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In this very fast-changing region, few countries are changing faster than Laos. With economic growth of around 8%, the country is awakening and Vientiane is bustling with new developments, new trucks, and an even brighter outlook. Laos is finally catching up with its neighbours, and though this will take time, the pace and direction is undeniably clear and strong.
However, beneath this strong economic growth is a challenging story. Numerous rivers are being dammed for power production as Laos pursues its vision to become the “Battery of Asia”, and about 90% of this power is for export to Thailand and Vietnam.
Obviously Laos is not the only country growing in this region, and the demand for electricity is understandably strong. But the “Land of a Million Elephants” is becoming the “Land of 50 Dams” and that affects us all. This is because the dams are on the tributaries and water catchments of the great Mekong River. Indeed, according to the Mekong River Commission, nearly one-third of Thailand is actually in the Mekong River basin. The current dams in the Mekong basin produce around 1,600 megawatts yet the potential is estimated at 30,000 MW. And with around 60 million people depending on the Mekong for food, water, and transport the number of people directly linked to the river is huge _ approximately the same as the population of Thailand itself. And these dams will have an uncertain impact on this important inland fishery.
Electricity is vital for economic growth and it is vitally important for countries to have very reliable sources of high-quality power to drive their economies forward. But not all electricity has to be used in an inefficient way, and by getting serious about energy efficiency, the demand growth can be reduced. And this will mean that fewer dams are needed on the precious Mekong and its basin. Countries such as Thailand and Vietnam getting more strict about energy efficiency will better preserve the region’s key river.
But for Laos alone, the energy efficiency gains are still potentially huge. Clean and intelligent use of energy efficiency measures would mean that less power is needed. Then either more power could be available to speed up the rate of rural electrification, or more power could be exported. And this power exported could help pay for the many schools, hospitals and clinics needed in Laos and help lift it even more quickly out of Least Developed Country (LDC) status.
Companies in Laos also stand to benefit hugely from energy efficiency measures, which typically pay for themselves in three to five years. However, Sunlabob Renewable Energy, with its innovative and comprehensive efficiency services together with other such companies in this sector, has found far fewer market opportunities in Laos than expected.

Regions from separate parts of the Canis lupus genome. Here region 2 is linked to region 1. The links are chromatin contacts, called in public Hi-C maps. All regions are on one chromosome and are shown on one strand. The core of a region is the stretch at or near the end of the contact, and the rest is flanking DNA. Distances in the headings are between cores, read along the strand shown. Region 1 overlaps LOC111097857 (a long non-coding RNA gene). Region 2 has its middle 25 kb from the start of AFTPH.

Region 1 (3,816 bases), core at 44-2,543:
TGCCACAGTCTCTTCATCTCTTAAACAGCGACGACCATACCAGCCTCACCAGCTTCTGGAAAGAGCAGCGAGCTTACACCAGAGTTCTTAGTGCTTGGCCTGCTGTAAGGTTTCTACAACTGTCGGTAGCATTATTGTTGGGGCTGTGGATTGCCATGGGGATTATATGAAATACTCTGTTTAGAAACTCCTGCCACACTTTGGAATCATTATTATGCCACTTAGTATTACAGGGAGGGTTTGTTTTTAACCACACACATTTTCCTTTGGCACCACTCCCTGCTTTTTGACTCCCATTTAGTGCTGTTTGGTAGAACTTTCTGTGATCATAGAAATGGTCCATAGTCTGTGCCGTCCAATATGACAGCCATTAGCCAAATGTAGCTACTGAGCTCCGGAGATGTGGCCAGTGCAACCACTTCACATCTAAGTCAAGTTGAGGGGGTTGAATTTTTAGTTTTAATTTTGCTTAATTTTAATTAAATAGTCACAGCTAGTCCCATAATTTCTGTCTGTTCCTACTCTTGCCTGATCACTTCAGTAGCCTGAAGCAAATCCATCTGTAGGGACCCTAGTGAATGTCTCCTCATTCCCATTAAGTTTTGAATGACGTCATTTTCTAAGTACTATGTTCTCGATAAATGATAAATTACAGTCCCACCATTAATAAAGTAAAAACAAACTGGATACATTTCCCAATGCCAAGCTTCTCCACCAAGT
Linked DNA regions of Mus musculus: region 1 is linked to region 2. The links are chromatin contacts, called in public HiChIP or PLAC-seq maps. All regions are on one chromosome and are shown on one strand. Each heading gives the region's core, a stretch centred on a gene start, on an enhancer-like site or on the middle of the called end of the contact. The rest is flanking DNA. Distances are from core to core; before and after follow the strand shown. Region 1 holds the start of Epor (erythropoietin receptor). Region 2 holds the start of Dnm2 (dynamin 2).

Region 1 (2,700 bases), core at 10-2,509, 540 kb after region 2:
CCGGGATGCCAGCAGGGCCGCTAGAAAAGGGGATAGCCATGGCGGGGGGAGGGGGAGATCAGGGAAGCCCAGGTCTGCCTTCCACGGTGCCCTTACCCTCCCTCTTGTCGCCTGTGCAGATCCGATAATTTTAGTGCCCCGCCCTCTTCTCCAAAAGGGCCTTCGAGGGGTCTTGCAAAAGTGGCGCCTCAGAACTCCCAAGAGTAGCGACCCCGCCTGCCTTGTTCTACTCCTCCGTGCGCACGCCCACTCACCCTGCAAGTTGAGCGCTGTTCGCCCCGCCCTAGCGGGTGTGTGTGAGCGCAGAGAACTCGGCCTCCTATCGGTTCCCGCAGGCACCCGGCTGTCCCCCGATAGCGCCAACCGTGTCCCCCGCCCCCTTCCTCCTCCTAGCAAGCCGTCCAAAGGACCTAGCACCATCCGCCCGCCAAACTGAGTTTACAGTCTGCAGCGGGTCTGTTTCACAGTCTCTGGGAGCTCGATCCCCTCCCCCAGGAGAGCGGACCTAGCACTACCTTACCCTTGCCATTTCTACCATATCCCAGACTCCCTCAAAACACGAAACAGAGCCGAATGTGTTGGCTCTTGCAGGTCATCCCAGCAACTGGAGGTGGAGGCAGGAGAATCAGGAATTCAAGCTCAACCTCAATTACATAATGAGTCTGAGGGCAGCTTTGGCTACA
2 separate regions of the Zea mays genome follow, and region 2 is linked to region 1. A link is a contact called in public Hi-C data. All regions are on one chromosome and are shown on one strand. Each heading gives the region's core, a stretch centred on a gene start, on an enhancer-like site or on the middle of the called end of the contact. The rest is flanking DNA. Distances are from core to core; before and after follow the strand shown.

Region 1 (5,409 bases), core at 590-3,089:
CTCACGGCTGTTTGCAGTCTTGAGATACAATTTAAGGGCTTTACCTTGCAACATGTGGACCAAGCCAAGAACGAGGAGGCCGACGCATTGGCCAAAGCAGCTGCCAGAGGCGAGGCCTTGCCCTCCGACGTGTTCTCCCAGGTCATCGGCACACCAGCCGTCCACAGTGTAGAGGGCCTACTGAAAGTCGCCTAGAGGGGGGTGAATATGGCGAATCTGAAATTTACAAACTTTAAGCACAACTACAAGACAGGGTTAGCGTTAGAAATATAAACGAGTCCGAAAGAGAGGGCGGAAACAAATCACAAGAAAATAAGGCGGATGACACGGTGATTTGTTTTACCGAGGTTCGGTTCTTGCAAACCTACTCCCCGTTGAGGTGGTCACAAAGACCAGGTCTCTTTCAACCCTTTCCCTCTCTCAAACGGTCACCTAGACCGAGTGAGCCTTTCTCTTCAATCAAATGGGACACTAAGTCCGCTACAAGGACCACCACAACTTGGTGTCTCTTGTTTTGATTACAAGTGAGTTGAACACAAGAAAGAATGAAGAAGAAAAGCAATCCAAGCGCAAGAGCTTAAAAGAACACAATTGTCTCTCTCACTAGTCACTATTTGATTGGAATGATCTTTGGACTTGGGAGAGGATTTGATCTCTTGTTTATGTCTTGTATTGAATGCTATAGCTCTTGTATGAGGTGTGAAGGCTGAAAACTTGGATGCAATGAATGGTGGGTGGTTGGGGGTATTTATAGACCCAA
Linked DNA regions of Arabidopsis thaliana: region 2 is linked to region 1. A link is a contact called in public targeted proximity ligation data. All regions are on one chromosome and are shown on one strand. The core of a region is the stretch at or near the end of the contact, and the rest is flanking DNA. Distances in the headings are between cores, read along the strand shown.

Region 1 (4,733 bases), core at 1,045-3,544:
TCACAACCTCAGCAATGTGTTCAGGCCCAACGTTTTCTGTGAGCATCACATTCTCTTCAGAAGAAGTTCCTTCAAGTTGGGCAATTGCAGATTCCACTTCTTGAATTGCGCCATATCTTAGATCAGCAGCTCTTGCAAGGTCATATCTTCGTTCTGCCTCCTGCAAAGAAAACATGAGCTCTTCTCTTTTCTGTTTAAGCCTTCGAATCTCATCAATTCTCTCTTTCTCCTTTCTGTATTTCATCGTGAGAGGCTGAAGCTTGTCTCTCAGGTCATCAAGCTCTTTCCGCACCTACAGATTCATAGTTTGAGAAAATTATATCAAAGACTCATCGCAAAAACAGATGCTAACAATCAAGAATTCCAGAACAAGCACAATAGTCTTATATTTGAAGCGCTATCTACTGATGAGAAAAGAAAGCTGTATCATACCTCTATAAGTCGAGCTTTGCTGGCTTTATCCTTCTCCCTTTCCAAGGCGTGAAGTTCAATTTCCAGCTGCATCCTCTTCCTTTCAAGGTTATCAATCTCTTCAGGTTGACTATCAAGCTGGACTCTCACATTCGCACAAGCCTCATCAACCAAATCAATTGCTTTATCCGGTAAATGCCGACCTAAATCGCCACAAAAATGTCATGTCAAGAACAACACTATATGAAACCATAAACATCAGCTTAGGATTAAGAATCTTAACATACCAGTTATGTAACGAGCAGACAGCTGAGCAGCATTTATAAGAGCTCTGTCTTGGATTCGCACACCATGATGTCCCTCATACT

It is easy to change a building, and relatively easy to change a river basin, but incredibly hard to change mindsets built up over many decades. But until we all take hold of realising that energy efficiency is at the heart of preserving the region’s main river, our beautiful environment and the hopes of our children, then the predictable damage will be done.
Economic growth is essential for Southeast Asia, with our fast-growing populations deserving to have strong economies to build their own futures. But it is not inevitable that growth must take place in a way that damages our environment unnecessarily.
Stringent energy efficiency measures are economically efficient and help drive that vital growth. But for country like Laos, energy efficiency could mean more schools, hospitals and clinics. It means taking hold of the lessons other countries previously learned, and not repeating their mistakes.
If we want to get serious about building the right future for the Mekong basin, we have to seriously change our mindset to be more serious about energy efficiency. And nowhere is that more needed than within Laos itself. Though electricity in Laos is cheap it is never free, and the cost of the decisions we fail to make now should not be paid for by future generations.
Edward Allen is a technical programme coordinator at the Lao Institute for Renewable Energy and the technical adviser to Sunlabob Renewal Energy. He holds a BA in Geography from Oxford University, and an MSc and Diploma of Agriculture from Imperial College London (Sustainable Agriculture and Rural Development). For more on renewable energy issues, see www.sunlabob.com
About the author
- Writer: Edward Allen